Recent research from the University of British Columbia (UBC) showed some interesting results in the field of strength training and cognitive benefits for seniors. There has been a lot of previous research that shows the positive effects that aerobic, cardiovascular exercise ( think walking, swimming, dancing ) plays in keeping people alert and mentally sharp into their senior years. Strength training however has not been studied from this point of view. Most strength studies concerning seniors have focused on osteoporosis and the overall effects of muscular strength improvements. In the UBC study, 155 women aged 65 to 75 were randomly assigned to one of three groups. Two of the groups did resistance exercise either once or twice a week while the third group did balance and toning exercise. The researchers ( head researcher Dr Liu-Ambrose ) were able to demonstrate positive cognitive changes of up to 12.6% for the group who participated in the resistance training as opposed to a slight decline in the group who did a balance and toning routine.
The strength training was not terribly complicated. Resistance training machines and free weights, with weight and repetitions slowly and steadily increased over the months of the study. With time, more difficult exercises were introduced so that more neuromotor planning was engaged. Because the exercises can be simple, they are a good alternative for seniors with limited mobility. In addition to the known benefits of bone building and preventing the age related loss of muscle mass, it appears that this type of exercise can specifically help towards preventing decline in mental abilities.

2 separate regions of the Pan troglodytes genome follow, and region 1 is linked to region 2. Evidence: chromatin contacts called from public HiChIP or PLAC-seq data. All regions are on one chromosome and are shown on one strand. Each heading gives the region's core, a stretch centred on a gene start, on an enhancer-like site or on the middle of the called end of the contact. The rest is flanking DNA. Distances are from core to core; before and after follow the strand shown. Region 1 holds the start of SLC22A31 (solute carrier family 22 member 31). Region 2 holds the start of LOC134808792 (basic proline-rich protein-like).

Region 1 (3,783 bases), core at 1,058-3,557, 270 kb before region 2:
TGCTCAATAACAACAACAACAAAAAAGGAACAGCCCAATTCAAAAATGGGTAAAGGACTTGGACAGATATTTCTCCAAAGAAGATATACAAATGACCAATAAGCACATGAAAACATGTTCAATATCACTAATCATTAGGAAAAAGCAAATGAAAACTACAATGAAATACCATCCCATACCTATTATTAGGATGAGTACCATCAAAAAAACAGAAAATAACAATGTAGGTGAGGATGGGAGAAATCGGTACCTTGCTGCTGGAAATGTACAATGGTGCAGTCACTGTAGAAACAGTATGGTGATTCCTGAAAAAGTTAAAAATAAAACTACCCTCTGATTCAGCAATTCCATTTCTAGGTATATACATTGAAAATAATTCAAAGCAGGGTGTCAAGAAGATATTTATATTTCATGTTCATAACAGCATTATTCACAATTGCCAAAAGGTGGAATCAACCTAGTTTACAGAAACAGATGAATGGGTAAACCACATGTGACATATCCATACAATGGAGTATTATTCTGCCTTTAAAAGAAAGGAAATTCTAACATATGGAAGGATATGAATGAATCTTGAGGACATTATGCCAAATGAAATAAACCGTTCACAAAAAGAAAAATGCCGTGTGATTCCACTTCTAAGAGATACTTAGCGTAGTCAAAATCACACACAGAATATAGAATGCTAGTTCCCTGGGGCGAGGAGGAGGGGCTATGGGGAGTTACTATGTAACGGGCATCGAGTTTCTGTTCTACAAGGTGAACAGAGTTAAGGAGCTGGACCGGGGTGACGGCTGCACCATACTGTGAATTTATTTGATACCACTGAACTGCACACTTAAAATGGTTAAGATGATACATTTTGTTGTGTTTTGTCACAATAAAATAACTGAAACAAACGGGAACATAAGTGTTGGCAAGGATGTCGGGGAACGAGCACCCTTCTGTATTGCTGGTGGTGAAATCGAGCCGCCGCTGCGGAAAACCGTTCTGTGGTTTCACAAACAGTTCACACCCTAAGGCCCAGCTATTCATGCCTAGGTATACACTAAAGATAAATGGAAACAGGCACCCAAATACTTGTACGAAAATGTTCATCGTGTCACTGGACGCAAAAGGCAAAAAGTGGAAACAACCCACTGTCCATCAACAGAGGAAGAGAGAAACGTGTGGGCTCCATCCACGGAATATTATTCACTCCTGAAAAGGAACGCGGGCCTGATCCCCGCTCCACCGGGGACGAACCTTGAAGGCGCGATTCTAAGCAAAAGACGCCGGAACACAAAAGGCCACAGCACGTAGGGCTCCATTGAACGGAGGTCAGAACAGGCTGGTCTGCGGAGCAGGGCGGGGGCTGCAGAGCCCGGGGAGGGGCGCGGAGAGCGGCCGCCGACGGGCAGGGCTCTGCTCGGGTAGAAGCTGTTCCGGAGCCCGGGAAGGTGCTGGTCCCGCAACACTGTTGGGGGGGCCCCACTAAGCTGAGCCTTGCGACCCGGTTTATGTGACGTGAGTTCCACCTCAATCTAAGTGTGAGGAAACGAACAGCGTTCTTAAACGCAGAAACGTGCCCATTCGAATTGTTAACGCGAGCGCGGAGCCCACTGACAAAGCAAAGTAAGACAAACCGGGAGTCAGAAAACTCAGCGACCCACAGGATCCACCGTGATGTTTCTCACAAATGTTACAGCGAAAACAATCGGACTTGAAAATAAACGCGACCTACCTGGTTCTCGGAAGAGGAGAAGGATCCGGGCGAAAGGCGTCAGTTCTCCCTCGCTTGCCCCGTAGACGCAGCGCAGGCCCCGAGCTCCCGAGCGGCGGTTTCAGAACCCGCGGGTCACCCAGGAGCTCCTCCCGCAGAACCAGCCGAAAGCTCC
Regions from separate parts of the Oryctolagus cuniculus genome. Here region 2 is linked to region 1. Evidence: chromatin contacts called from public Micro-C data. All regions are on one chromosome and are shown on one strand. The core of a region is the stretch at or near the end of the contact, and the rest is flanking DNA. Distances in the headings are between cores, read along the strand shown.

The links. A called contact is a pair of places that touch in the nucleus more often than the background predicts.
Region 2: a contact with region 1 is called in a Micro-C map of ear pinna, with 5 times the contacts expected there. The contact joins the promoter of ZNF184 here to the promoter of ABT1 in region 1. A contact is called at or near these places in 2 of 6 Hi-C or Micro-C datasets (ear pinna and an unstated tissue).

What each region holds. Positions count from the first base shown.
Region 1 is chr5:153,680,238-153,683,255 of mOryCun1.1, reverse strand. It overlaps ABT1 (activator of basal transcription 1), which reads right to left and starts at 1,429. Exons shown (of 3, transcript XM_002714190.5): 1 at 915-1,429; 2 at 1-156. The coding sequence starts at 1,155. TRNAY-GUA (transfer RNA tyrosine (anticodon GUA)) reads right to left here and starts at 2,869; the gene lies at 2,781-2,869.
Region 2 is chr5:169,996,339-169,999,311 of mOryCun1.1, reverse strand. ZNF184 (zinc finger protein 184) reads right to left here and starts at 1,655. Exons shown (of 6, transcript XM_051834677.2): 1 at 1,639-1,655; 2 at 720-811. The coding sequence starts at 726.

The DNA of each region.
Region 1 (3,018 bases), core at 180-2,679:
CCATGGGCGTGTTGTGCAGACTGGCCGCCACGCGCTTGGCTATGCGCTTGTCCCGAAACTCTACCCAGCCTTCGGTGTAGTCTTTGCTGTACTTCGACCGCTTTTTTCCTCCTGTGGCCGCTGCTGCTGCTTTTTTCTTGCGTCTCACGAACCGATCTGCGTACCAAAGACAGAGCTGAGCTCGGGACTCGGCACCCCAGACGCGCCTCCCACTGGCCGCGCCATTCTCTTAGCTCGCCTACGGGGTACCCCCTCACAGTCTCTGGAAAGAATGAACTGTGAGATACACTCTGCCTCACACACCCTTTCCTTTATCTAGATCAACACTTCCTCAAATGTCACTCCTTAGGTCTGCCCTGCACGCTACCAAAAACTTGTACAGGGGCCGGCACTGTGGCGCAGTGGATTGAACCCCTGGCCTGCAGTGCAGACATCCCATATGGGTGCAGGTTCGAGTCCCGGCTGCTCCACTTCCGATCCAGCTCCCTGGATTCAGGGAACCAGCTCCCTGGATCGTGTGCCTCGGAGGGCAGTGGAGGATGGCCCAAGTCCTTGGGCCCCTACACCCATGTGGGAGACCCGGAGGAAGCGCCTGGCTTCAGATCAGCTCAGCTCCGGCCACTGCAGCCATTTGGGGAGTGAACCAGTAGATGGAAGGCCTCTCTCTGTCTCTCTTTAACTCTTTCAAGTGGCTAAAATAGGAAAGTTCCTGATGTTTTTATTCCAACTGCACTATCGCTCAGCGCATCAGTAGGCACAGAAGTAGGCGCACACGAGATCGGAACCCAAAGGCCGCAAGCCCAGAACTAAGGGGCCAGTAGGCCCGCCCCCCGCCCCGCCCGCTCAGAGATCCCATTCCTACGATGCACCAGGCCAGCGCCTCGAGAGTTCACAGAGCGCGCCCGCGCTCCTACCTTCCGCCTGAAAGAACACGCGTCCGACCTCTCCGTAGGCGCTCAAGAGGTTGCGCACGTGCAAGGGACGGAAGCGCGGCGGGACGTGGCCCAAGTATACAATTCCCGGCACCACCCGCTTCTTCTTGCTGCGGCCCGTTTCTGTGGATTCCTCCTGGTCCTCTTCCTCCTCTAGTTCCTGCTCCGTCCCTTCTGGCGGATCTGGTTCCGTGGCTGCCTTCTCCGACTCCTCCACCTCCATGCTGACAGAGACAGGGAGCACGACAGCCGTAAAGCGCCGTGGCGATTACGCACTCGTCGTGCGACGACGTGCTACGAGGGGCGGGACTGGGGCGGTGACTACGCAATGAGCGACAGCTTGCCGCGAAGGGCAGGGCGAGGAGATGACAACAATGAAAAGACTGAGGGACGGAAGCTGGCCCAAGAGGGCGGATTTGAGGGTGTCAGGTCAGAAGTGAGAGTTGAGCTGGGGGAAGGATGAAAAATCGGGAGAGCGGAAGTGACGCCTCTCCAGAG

Unfortunately, statistics show that only a low percentage of seniors engage in strength training. This is a shame as better strength training would improve the ability to try other forms of exercise such as cardiovascular and balance training, which are necessary for preventing falls and the myriad problems associated with that trauma. http://www.west4thphysio.com/seniors-health/fall-prevention/
Strength training has multiple benefits beyond the obvious changes in muscle development and bone strengthening and should be encouraged amongst the senior population, perhaps through special classes at community centres and gyms, at any opportunity. Review our osteoporosis series under the blog category Osteoporosis for further exercise and health information.